Minstrel Banjo

For enthusiasts of early banjo

This song comes from the Analytical Banjo Method of 1886 by Frank Converse. It is a great arrangement, and the skill shown by Converse in his later years cannot be understated. This is Stroke Style at later stage of development, and it is one of several like it in this book.

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Comment by Carl Anderton on January 17, 2009 at 11:33am
This version is of course more "ornate" than the arrangement of My Love Is But a Lassie in the 1865 Converse. To me, the 1886 version is perhaps a little over-ornamented. I guess each one has their application.
Comment by Tim Twiss on January 18, 2009 at 8:23pm
I agree. Even so, I think this one has a nice feel. Perhaps I'll live with it a little more and take another shot at it.
Comment by Steven Hedgpeth on March 11, 2009 at 10:49am
I've just learned this tune (last night, in fact) from Joe Weidlich's Centerstream transcriptions and recordings, and from such a newbie perspective as mine the ornamentation in your version is both startling and inspiring. By contrast, the version I'm doing seems to be a streamlined student version begging to be developed as the student is able. Are you departing much from the printed version?

I also note the way you reinforce your index finger to hit some notes as if holding a plectrum (unless my eyes are deceiving me). That seems like a good idea for me to try, since I sometimes have to use my middle finger or thumb when my index finger gets fatigued and achey. Some of those notes (esp. early A-part measures) are marked in the Weidlich-Converse version I have as notes to be sounded with the thumb--another inspiring idea.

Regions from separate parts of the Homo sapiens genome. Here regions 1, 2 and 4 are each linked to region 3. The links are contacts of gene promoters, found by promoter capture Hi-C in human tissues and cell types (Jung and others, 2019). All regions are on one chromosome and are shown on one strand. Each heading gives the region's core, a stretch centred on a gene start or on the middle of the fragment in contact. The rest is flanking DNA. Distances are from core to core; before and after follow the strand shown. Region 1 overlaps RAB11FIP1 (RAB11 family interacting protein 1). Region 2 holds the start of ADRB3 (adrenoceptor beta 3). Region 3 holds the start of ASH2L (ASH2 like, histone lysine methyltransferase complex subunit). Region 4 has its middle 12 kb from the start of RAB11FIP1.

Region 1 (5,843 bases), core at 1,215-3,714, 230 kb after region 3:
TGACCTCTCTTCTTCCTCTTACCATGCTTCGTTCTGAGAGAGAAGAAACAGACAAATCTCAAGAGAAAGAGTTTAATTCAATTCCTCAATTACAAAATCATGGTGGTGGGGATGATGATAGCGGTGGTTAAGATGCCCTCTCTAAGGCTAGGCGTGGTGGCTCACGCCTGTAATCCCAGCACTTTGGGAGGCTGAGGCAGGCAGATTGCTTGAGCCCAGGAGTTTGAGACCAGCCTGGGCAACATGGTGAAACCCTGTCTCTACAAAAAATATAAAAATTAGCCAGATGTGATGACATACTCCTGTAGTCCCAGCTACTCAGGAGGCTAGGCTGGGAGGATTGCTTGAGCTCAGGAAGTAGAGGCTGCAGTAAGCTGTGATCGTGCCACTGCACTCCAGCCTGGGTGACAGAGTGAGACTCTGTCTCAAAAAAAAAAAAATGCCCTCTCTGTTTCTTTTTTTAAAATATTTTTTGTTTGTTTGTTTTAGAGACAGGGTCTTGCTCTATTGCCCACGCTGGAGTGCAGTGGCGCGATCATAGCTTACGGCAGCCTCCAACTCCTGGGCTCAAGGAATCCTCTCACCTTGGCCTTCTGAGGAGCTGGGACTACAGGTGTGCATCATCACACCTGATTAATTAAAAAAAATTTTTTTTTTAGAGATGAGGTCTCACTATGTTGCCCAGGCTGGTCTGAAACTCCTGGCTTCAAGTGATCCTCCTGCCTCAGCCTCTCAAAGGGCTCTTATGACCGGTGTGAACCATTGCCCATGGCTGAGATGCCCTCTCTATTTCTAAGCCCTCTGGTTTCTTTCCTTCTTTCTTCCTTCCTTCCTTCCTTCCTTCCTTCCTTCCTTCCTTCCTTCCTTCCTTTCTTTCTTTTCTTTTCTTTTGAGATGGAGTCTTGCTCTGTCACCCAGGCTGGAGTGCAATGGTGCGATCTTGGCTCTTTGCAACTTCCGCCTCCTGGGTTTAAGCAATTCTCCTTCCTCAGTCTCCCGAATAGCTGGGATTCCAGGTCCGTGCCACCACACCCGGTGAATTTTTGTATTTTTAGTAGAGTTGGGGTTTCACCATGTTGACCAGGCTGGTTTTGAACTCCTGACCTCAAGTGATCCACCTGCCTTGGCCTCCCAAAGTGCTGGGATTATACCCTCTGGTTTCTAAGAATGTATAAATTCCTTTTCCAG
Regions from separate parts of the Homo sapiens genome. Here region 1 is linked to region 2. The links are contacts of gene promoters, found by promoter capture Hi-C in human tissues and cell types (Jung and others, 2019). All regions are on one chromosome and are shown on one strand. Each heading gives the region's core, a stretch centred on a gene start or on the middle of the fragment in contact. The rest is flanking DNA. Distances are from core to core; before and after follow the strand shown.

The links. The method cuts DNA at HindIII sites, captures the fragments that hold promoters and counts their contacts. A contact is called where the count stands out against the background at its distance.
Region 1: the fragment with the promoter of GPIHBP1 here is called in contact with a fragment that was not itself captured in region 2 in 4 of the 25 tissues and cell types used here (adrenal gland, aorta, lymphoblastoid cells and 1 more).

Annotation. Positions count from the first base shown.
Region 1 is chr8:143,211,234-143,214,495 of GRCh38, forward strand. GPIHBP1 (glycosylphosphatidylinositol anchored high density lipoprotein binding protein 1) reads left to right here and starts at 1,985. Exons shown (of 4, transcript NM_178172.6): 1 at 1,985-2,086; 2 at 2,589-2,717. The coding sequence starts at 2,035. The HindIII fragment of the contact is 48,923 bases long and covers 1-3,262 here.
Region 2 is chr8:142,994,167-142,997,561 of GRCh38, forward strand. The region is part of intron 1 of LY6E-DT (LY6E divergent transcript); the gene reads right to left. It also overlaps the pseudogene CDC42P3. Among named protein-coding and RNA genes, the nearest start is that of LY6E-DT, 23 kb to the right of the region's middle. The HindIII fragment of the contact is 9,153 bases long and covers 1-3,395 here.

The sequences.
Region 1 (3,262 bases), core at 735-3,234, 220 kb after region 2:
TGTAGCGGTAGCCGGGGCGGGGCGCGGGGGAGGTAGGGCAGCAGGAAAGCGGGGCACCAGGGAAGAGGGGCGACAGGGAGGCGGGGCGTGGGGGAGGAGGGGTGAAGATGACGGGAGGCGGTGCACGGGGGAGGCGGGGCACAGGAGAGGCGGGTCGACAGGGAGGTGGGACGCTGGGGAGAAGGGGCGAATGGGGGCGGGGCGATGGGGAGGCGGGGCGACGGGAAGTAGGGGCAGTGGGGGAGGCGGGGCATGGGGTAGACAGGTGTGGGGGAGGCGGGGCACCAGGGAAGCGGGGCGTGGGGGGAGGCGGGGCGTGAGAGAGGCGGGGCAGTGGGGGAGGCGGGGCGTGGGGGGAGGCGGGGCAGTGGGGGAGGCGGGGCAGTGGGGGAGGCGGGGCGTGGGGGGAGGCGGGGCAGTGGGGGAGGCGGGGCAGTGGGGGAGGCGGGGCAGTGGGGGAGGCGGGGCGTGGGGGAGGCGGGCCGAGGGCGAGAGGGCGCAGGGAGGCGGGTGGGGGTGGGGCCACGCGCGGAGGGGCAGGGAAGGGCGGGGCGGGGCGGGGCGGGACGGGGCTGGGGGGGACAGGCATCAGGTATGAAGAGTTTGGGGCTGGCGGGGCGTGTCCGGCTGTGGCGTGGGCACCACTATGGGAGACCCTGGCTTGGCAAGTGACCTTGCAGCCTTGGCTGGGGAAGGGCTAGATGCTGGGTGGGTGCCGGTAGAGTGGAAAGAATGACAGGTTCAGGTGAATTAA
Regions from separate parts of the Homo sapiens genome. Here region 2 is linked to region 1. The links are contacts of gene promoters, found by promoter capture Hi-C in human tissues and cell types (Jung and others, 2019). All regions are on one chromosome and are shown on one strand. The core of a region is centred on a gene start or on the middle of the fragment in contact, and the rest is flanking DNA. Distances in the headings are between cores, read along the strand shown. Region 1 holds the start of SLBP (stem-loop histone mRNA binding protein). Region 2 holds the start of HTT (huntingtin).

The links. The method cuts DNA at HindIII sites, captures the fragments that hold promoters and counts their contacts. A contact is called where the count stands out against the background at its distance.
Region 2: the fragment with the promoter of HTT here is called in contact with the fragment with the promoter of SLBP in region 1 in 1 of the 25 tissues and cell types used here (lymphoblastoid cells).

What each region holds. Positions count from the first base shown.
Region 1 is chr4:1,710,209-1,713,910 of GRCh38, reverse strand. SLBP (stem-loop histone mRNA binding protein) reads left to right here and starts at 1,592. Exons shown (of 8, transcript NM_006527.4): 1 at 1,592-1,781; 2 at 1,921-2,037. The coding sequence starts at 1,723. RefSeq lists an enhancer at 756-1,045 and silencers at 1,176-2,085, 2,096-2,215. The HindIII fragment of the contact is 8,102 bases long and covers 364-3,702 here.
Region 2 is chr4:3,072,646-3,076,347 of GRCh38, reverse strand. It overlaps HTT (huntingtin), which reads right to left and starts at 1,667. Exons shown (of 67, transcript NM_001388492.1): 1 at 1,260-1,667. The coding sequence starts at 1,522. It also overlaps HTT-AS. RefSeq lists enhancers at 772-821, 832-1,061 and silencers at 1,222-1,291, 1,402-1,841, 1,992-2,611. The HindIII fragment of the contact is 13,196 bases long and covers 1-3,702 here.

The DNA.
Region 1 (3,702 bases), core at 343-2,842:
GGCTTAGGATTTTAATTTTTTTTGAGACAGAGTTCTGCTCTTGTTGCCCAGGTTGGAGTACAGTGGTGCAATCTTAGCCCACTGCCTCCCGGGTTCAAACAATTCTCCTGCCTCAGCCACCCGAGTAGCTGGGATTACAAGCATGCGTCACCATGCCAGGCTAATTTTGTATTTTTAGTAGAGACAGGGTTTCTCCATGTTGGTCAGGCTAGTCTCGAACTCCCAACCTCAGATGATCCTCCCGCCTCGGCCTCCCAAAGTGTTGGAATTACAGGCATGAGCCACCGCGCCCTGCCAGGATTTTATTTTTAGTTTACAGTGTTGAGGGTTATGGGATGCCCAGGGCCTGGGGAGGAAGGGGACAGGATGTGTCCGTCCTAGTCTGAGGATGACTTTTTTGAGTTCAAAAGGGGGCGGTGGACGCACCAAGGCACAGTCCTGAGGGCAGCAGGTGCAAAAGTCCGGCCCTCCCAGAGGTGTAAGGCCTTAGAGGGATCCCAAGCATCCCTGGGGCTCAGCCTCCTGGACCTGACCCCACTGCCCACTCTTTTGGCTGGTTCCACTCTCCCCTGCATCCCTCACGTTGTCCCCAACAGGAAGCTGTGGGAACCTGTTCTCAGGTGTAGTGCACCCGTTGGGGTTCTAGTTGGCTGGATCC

These comments are certainly old hat on this forum, but I felt compelled to say something about this beautiful rendering of this piece.
Comment by Tim Twiss on March 11, 2009 at 10:56pm
Steve, the arrangement is as written, but it comes from another source. (The Analytical Method).
You can download it from the Banjo Clubhouse.
The technique you comment on is the hammer stroke. This is the description (see photos "Hammer")Converse gives (also from the Analytical). His music has marks for this stroke. It is also very useful in the earlier repertoire where it was not mentioned (but used frequently...IMHO).
Comment by Tim Twiss on March 12, 2009 at 8:08am
I put up a photo of the tune. The dots under the notes indicate a Hammer Stroke.
The Analytical contains some of the finest, well arranged, well fingered, and mistake-free Stroke Style songs in the entire repertoire...a continuation of the great work of Frank Converse. Some tunes are "notey" and "fancy", but really nice. Older books of his are slightly less ornate.

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